READ: Proverbs 28, Luke 16, Revelation 8


Jesus demands accountability for how we steward the resources He has given us. Jesus has given us family, friends, time, and money, and He insists that we use these resources well, that we are shrewd with what He has given us (Luke 16:8). Family and friends are not resources in the sense of material to be consumed, but in the sense of God’s supply to us for life and ministry. If we do not steward these gifts well, we will consume and abuse them. Consumable God-given resources are time and money. Only money is renewable; thus time is most precious. Luke tells us, however, that both time and money are limited. Luke 16:9 refers to resources and is most properly translated “when they fail,” which allows the paraphrase: Time and money are going to run out, so while you have them, use them towards everlasting ends. Mammon is usually thought of in terms of finances, but it takes time to make money and because time is not renewable, it is more precious. Thus he who is faithful in the little moments of time will be faithful with his life. Great lives are but the connection of innumerable faithfully used moments.

Luke points out that Pharisees are lovers of money. They loved their luxuries, and they loved spending time as it pleased them. We must never forget that the closest current equivalent to a Pharisee is a missionary and a minister. We tend to castigate Pharisees as the worst example of a hypocrite without acknowledging we are what we despise. Because the Pharisees were brilliantly ignorant, they knew all about God and the Scripture but didn’t really understand Him. If they did understand Him, they lied to themselves long enough that their selfish and carnal interpretation of His laws no longer bothered them. Again, this is the common error of the missionary. We can be so proud of working for God that we no longer represent Him. We can become so adept at doing the right things for the wrong reasons that we lose the capacity to see how disgusting and abominable our actions are to the one we allegedly serve. We can esteem things that are abominable before God (v. 15).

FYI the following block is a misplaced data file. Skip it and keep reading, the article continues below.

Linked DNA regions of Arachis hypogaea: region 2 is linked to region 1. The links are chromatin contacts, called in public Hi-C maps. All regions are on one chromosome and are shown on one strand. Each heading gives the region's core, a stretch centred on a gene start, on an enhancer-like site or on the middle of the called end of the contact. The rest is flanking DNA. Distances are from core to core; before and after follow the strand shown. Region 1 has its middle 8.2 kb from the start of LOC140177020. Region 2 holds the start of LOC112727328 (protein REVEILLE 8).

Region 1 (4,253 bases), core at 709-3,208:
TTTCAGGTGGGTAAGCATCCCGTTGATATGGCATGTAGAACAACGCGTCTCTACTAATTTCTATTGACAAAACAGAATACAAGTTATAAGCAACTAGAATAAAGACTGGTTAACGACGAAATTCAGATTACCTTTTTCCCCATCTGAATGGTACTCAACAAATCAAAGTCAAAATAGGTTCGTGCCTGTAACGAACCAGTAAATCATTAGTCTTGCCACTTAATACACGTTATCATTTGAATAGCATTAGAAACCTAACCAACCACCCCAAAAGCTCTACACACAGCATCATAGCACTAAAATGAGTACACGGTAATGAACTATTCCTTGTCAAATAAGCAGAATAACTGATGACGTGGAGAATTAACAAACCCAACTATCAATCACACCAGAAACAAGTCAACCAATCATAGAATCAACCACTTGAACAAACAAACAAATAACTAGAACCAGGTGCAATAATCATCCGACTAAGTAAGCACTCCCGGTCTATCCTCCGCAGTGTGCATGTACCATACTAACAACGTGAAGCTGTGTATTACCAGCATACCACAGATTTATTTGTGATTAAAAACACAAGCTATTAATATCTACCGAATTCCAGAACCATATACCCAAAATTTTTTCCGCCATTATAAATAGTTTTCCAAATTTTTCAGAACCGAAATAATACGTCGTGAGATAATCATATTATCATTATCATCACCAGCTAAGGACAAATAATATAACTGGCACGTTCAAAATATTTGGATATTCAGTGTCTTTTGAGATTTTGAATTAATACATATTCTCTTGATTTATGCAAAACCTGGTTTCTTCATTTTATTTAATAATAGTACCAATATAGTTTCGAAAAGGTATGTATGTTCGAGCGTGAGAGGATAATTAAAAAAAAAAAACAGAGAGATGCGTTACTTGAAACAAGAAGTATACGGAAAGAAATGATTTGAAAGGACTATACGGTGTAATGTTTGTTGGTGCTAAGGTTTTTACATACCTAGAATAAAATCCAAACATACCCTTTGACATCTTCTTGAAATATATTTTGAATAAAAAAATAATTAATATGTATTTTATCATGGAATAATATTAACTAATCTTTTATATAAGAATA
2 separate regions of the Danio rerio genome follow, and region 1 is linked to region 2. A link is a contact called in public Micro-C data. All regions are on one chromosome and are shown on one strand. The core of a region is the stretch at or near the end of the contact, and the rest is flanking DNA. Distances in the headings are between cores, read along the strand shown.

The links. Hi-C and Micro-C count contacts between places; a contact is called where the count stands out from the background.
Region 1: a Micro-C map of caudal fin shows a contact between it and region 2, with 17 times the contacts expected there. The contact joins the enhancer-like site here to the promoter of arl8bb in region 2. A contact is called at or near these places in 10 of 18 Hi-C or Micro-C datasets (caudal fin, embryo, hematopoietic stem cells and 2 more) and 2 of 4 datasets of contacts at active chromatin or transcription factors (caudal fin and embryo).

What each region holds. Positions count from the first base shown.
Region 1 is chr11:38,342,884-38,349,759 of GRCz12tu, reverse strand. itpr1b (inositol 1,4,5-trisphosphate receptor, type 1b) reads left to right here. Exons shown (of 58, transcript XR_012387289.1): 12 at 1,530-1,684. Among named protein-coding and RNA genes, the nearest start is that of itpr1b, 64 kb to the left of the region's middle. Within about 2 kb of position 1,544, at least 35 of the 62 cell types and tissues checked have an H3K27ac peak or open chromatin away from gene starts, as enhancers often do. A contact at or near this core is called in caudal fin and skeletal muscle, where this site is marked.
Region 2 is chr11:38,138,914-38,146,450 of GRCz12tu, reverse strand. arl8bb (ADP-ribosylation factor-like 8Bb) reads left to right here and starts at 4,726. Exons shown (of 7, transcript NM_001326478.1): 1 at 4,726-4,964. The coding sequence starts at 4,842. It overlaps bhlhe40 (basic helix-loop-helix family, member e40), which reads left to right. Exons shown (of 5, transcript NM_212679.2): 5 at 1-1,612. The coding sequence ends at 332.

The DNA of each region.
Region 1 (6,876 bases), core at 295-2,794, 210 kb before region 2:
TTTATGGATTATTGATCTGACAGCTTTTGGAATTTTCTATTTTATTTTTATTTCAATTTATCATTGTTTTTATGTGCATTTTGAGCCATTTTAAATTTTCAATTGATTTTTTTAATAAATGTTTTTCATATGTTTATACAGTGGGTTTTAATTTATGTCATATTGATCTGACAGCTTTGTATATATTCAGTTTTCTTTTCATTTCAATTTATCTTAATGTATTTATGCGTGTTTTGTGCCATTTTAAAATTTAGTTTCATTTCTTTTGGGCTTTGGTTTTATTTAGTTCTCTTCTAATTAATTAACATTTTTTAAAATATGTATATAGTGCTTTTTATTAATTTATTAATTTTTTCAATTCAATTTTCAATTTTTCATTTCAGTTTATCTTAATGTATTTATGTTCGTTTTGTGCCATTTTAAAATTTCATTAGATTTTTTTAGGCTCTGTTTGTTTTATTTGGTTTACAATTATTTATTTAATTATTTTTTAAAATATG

The writer of Proverbs declares: “One who turns away his ear from hearing the law, even his prayer is an abomination” (Prov. 28:9). This turning from hearing is not the work of the unconverted; it is more often the practice of the Christian. First, to turn away from hearing (and obeying) implies that you once were attentive and obedient. Second, the unconverted usually have no time for prayer. We can keep praying long after we have stopped obeying, and when that is our practice, God thinks those prayers to be abominable. We consistently drift towards pride in our own righteousness and constantly need to be reminded that God thinks our good works, thoughts, and nature to be abominable.
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